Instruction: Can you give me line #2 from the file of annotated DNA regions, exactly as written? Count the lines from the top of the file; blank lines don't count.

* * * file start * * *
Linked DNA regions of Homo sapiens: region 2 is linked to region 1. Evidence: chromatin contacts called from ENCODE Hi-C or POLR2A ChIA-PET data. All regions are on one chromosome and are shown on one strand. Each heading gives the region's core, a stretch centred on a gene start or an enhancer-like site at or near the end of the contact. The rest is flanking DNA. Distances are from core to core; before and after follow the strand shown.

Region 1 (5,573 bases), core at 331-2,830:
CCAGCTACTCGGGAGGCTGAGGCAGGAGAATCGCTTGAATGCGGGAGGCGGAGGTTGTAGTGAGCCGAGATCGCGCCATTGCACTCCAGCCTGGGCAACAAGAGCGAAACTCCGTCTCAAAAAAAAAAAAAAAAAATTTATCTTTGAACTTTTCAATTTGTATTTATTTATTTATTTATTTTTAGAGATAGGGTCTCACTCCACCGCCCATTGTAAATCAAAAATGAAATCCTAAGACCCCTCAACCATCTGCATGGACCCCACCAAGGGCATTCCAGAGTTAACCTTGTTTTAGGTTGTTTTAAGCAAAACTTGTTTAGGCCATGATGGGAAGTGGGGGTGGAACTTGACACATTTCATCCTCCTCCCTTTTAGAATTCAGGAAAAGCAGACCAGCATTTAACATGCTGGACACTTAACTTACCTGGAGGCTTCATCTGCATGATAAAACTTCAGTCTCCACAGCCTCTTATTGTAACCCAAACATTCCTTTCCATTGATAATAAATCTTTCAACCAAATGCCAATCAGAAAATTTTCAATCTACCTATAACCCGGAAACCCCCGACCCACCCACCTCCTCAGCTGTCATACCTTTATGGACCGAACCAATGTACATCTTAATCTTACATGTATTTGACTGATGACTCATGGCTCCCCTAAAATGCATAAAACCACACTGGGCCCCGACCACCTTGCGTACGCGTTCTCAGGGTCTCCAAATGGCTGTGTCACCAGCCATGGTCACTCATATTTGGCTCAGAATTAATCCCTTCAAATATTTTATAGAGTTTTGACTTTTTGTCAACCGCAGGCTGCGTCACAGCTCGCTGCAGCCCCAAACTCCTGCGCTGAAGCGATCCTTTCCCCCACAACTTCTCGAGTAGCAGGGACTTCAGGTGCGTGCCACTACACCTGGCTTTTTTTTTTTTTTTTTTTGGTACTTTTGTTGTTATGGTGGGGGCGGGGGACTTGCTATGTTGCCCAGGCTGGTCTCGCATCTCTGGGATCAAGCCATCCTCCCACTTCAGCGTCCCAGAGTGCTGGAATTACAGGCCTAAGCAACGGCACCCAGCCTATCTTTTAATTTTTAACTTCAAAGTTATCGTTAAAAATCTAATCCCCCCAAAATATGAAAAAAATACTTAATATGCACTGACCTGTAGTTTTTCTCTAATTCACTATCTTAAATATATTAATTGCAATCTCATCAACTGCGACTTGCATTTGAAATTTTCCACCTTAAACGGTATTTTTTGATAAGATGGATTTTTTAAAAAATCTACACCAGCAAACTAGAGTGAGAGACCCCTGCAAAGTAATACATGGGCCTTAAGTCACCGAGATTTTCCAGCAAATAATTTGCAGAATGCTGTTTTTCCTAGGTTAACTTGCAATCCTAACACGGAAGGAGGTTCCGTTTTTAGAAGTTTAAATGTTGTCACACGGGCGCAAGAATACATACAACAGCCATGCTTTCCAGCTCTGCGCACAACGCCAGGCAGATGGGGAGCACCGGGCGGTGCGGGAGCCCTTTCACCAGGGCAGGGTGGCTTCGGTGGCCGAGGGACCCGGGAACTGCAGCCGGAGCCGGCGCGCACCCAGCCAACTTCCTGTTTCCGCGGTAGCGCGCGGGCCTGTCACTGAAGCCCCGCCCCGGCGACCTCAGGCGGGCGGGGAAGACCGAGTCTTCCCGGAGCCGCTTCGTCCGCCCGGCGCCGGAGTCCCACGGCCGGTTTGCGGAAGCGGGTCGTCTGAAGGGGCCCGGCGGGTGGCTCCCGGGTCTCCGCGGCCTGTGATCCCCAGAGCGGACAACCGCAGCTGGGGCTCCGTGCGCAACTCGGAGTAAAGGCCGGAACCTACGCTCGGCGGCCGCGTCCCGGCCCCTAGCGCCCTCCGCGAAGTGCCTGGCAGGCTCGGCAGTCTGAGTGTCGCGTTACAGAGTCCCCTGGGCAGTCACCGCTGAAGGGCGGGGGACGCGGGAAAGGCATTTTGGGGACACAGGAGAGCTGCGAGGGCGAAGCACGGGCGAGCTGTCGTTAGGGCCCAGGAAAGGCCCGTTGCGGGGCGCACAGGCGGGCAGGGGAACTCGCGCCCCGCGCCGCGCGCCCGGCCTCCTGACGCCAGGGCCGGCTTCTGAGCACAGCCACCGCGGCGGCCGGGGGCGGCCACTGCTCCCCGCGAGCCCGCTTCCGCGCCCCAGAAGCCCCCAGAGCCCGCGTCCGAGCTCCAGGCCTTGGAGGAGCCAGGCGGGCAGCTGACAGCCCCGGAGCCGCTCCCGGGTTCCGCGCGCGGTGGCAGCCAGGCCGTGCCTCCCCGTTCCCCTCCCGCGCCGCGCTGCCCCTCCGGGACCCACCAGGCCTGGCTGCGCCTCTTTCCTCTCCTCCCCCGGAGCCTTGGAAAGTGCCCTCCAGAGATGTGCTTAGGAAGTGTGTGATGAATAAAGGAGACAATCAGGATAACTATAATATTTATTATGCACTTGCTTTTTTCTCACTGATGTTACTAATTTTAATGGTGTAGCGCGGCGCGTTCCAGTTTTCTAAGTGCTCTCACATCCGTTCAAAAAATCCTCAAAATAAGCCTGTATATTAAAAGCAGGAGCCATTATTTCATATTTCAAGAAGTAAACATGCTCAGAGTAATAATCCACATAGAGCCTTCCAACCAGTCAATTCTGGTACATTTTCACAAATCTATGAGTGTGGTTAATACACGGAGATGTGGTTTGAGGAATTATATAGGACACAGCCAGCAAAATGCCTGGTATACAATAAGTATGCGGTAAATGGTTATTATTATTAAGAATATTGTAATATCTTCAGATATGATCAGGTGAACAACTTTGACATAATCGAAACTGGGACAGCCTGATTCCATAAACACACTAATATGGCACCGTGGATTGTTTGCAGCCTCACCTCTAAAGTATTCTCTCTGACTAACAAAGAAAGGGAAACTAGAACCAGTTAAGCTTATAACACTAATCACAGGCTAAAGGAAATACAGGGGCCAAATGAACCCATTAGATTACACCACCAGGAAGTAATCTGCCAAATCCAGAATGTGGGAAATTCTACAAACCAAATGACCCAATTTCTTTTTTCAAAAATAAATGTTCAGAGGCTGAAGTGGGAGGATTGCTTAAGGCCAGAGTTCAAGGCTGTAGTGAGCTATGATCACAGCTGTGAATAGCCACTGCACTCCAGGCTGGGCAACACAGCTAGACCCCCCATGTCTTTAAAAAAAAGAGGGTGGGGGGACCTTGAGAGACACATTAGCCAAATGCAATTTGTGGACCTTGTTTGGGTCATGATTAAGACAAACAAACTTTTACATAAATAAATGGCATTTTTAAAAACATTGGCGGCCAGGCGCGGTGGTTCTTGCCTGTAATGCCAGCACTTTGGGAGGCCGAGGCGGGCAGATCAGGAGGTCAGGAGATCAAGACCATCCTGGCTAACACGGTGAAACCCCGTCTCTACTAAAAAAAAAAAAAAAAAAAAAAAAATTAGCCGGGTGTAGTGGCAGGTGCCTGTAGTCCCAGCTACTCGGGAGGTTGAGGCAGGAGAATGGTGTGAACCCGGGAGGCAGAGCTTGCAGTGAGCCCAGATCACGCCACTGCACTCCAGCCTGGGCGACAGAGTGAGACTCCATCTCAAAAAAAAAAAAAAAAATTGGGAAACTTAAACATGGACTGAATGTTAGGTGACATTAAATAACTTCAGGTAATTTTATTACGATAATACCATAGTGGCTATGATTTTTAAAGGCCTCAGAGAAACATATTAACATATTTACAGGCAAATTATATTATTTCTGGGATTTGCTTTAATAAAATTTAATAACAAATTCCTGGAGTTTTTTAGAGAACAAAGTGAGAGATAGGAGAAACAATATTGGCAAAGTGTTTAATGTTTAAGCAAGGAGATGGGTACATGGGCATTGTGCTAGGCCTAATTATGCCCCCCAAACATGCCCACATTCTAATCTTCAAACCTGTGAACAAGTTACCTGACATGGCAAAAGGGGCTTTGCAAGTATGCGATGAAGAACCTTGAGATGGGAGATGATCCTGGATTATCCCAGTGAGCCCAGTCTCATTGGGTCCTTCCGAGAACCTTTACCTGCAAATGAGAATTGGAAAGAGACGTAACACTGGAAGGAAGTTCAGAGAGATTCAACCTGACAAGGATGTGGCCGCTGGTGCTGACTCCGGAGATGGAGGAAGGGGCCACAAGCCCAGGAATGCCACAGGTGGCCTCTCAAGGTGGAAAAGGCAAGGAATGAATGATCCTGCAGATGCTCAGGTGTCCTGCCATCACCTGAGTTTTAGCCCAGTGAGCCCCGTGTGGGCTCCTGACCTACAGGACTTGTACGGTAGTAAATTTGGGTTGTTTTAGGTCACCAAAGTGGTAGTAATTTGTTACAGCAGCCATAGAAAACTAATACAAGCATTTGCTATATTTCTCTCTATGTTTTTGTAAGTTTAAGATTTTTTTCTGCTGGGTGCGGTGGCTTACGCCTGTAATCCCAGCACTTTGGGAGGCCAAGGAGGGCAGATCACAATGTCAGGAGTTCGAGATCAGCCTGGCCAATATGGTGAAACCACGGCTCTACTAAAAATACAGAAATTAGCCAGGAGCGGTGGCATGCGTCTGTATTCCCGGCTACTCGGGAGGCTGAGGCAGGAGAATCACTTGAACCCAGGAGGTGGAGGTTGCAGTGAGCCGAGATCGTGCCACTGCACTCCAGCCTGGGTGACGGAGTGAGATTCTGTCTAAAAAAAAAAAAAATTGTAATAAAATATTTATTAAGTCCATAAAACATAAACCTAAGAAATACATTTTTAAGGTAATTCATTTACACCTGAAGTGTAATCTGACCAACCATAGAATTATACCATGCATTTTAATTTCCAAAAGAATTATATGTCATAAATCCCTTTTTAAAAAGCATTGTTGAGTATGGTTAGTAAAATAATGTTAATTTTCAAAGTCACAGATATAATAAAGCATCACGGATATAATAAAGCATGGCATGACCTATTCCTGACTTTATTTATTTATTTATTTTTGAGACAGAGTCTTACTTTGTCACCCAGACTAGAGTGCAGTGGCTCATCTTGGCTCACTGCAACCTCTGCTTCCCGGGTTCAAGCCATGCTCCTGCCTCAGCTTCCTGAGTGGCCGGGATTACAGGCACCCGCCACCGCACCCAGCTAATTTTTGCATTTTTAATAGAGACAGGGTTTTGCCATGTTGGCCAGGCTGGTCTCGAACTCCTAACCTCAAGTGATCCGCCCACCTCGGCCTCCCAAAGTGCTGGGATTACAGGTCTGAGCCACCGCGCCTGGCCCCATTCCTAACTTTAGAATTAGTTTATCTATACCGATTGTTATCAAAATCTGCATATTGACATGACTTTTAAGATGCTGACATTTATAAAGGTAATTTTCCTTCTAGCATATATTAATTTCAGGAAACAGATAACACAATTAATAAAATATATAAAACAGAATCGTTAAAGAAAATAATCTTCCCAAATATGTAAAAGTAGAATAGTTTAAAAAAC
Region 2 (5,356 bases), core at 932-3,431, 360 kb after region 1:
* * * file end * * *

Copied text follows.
Region 1 (5,573 bases), core at 331-2,830: